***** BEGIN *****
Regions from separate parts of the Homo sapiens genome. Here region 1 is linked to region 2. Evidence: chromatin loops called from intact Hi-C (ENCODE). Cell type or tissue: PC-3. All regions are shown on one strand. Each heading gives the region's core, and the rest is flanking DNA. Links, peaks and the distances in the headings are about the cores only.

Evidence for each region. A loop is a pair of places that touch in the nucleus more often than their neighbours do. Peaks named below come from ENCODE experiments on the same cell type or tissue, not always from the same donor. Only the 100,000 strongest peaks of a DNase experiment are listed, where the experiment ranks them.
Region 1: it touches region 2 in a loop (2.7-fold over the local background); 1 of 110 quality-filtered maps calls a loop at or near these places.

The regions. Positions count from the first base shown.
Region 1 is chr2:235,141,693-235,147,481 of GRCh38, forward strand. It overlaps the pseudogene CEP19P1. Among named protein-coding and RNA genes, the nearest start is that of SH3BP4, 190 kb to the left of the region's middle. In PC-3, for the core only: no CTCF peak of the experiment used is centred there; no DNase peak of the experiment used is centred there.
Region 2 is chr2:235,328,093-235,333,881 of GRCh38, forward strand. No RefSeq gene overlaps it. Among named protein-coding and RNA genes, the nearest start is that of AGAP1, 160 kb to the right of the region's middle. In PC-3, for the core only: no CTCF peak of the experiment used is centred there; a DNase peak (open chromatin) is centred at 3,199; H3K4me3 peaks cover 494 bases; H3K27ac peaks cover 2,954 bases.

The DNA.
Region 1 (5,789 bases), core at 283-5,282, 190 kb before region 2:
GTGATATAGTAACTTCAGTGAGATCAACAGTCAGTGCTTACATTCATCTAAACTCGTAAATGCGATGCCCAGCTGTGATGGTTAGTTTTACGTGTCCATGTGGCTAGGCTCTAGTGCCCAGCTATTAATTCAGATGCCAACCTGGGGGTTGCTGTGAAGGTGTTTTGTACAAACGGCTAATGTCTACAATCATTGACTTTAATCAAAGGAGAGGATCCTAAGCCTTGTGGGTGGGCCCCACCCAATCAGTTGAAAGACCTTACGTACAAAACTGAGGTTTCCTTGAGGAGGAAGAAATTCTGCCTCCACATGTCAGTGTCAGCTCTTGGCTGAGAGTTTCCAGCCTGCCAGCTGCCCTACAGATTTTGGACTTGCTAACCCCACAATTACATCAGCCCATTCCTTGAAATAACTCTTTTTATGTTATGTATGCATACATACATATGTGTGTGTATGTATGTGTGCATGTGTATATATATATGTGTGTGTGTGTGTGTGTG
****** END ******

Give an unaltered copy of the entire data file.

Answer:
Regions from separate parts of the Homo sapiens genome. Here region 1 is linked to region 2. Evidence: chromatin loops called from intact Hi-C (ENCODE). Cell type or tissue: PC-3. All regions are shown on one strand. Each heading gives the region's core, and the rest is flanking DNA. Links, peaks and the distances in the headings are about the cores only.

Evidence for each region. A loop is a pair of places that touch in the nucleus more often than their neighbours do. Peaks named below come from ENCODE experiments on the same cell type or tissue, not always from the same donor. Only the 100,000 strongest peaks of a DNase experiment are listed, where the experiment ranks them.
Region 1: it touches region 2 in a loop (2.7-fold over the local background); 1 of 110 quality-filtered maps calls a loop at or near these places.

The regions. Positions count from the first base shown.
Region 1 is chr2:235,141,693-235,147,481 of GRCh38, forward strand. It overlaps the pseudogene CEP19P1. Among named protein-coding and RNA genes, the nearest start is that of SH3BP4, 190 kb to the left of the region's middle. In PC-3, for the core only: no CTCF peak of the experiment used is centred there; no DNase peak of the experiment used is centred there.
Region 2 is chr2:235,328,093-235,333,881 of GRCh38, forward strand. No RefSeq gene overlaps it. Among named protein-coding and RNA genes, the nearest start is that of AGAP1, 160 kb to the right of the region's middle. In PC-3, for the core only: no CTCF peak of the experiment used is centred there; a DNase peak (open chromatin) is centred at 3,199; H3K4me3 peaks cover 494 bases; H3K27ac peaks cover 2,954 bases.

The DNA.
Region 1 (5,789 bases), core at 283-5,282, 190 kb before region 2:
GTGATATAGTAACTTCAGTGAGATCAACAGTCAGTGCTTACATTCATCTAAACTCGTAAATGCGATGCCCAGCTGTGATGGTTAGTTTTACGTGTCCATGTGGCTAGGCTCTAGTGCCCAGCTATTAATTCAGATGCCAACCTGGGGGTTGCTGTGAAGGTGTTTTGTACAAACGGCTAATGTCTACAATCATTGACTTTAATCAAAGGAGAGGATCCTAAGCCTTGTGGGTGGGCCCCACCCAATCAGTTGAAAGACCTTACGTACAAAACTGAGGTTTCCTTGAGGAGGAAGAAATTCTGCCTCCACATGTCAGTGTCAGCTCTTGGCTGAGAGTTTCCAGCCTGCCAGCTGCCCTACAGATTTTGGACTTGCTAACCCCACAATTACATCAGCCCATTCCTTGAAATAACTCTTTTTATGTTATGTATGCATACATACATATGTGTGTGTATGTATGTGTGCATGTGTATATATATATGTGTGTGTGTGTGTGTGTG